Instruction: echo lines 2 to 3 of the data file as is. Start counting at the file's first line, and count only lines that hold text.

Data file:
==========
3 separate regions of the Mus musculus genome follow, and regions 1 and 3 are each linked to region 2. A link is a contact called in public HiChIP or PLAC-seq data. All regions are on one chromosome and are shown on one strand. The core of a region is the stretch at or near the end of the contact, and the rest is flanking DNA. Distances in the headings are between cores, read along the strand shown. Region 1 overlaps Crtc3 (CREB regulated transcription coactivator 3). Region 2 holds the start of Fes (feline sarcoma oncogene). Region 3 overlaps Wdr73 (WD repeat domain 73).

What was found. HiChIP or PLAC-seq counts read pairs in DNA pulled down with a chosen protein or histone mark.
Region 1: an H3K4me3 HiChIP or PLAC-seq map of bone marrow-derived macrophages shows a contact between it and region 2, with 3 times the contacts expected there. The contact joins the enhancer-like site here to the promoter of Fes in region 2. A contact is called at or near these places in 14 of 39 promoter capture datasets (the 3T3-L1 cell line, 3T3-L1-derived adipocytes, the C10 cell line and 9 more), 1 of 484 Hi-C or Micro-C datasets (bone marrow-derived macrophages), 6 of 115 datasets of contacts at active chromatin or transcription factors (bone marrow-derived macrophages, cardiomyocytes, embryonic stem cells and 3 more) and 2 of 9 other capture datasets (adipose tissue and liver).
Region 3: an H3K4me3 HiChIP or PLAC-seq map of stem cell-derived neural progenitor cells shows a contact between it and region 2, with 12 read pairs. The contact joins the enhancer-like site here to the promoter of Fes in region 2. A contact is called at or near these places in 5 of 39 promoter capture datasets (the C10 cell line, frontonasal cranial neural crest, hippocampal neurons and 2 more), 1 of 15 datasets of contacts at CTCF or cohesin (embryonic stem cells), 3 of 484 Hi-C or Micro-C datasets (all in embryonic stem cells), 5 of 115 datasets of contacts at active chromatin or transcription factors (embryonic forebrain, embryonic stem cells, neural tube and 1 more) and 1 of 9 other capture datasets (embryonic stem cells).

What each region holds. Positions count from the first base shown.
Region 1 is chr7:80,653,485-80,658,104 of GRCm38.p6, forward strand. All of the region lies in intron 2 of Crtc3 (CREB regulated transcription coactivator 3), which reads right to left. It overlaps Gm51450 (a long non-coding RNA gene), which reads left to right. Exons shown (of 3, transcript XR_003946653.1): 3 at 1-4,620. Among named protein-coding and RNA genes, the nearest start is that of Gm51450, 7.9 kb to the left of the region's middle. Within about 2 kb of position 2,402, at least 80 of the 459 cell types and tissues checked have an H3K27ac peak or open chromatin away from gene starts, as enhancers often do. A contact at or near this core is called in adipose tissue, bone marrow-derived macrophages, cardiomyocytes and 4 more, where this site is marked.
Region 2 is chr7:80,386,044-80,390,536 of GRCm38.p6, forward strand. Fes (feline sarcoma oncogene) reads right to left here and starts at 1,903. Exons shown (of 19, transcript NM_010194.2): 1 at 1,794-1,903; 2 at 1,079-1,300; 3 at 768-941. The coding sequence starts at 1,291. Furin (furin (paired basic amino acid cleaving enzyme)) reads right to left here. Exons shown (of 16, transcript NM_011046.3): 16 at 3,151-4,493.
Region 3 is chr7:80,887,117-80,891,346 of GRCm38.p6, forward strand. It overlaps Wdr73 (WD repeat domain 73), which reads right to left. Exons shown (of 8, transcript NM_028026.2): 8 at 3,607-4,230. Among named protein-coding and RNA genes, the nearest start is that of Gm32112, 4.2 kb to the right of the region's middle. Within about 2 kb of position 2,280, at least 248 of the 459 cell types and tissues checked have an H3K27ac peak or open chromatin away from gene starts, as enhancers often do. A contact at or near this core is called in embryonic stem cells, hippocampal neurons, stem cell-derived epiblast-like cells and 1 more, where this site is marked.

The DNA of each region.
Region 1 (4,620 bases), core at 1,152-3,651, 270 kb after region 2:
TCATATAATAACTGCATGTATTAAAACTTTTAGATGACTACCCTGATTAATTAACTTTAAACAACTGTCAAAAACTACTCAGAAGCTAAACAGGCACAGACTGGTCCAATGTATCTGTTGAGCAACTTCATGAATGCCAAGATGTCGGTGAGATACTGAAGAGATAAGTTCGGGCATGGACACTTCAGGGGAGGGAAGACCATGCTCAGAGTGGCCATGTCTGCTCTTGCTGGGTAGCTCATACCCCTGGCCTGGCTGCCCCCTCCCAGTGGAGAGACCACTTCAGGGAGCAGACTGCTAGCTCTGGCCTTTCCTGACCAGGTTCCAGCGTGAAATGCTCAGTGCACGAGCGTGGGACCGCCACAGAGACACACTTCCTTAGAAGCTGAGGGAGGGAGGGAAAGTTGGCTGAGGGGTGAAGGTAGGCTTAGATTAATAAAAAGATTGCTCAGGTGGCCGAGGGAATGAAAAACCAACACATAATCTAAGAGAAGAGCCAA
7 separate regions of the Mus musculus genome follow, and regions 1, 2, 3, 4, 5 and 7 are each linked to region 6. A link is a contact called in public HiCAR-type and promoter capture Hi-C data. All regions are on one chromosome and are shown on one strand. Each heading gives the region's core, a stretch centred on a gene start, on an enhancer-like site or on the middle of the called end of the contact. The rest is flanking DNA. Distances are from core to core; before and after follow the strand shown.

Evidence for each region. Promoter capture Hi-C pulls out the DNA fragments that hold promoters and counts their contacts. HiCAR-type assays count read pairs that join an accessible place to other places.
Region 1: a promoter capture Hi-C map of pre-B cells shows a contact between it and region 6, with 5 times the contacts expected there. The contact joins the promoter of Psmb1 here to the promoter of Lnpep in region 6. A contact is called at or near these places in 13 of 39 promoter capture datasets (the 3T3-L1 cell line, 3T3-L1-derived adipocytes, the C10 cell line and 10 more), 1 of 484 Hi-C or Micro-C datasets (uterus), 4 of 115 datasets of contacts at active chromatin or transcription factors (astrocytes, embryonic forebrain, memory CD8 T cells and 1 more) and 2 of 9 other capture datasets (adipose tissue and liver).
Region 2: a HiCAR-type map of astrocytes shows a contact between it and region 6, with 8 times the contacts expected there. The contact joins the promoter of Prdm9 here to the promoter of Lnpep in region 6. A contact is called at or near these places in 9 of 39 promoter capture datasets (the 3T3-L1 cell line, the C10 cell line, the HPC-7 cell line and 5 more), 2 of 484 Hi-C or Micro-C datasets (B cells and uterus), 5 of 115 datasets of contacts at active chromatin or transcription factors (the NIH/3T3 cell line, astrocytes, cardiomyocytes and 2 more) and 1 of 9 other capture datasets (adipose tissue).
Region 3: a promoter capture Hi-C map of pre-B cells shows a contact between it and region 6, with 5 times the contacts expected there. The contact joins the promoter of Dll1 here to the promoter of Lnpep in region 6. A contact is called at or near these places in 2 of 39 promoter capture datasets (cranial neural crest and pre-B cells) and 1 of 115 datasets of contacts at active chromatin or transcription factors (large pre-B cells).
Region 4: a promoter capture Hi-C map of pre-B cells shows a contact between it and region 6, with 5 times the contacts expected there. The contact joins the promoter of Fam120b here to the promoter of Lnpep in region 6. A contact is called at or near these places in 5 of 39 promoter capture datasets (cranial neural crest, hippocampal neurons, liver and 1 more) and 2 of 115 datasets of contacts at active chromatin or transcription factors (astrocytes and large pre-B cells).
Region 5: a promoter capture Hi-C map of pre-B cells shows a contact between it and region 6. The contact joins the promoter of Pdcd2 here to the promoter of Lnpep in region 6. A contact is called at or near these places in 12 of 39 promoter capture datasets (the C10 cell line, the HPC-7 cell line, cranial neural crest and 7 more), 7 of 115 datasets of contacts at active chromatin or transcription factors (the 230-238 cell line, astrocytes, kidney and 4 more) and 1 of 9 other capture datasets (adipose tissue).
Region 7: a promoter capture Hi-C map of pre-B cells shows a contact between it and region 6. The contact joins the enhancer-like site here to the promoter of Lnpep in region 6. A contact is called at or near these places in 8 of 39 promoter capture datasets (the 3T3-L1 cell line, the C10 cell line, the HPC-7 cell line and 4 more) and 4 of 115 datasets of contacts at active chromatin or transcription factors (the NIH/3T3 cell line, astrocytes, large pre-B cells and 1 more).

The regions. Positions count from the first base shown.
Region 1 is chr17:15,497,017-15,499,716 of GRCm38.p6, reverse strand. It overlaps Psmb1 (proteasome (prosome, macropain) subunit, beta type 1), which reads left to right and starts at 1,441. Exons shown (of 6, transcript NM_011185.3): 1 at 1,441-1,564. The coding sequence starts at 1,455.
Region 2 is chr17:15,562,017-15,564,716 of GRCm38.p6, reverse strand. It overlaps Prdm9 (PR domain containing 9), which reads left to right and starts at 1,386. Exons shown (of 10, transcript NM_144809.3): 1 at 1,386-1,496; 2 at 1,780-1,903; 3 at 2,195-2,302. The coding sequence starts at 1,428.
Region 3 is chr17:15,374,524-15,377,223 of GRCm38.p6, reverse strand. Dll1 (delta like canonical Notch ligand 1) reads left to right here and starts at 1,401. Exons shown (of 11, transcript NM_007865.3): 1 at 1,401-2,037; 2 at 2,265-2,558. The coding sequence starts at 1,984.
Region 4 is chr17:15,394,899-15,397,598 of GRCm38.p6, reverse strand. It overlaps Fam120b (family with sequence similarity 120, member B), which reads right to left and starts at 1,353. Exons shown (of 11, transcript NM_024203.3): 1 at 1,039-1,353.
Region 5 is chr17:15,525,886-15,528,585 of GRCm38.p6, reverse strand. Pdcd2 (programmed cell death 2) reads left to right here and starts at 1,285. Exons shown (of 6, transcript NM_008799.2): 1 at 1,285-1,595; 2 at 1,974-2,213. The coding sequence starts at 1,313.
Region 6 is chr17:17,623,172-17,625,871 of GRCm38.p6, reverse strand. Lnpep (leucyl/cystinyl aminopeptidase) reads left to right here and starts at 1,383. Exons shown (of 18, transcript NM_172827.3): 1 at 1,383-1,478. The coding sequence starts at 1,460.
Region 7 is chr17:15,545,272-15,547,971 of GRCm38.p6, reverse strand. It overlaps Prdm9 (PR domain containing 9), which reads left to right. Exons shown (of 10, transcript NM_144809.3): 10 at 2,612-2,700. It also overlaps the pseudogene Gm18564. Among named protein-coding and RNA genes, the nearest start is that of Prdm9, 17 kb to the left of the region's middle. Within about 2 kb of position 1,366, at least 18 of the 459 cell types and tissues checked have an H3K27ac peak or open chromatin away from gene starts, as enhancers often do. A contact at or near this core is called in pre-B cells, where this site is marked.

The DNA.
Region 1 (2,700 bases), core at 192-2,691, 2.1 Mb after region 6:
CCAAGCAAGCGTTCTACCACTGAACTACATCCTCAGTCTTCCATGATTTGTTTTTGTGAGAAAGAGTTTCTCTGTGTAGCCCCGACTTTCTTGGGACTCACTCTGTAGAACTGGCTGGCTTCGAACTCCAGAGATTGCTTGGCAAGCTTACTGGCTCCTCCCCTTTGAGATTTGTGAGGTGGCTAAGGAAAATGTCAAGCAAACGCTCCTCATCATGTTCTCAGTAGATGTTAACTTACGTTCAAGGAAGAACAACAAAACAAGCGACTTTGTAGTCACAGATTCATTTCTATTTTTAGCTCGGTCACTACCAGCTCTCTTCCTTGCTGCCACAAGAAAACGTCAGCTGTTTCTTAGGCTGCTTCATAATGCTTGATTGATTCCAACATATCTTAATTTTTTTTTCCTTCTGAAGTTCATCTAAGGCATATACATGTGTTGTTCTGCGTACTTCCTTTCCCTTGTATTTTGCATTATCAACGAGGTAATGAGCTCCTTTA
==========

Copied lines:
What was found. HiChIP or PLAC-seq counts read pairs in DNA pulled down with a chosen protein or histone mark.
Region 1: an H3K4me3 HiChIP or PLAC-seq map of bone marrow-derived macrophages shows a contact between it and region 2, with 3 times the contacts expected there. The contact joins the enhancer-like site here to the promoter of Fes in region 2. A contact is called at or near these places in 14 of 39 promoter capture datasets (the 3T3-L1 cell line, 3T3-L1-derived adipocytes, the C10 cell line and 9 more), 1 of 484 Hi-C or Micro-C datasets (bone marrow-derived macrophages), 6 of 115 datasets of contacts at active chromatin or transcription factors (bone marrow-derived macrophages, cardiomyocytes, embryonic stem cells and 3 more) and 2 of 9 other capture datasets (adipose tissue and liver).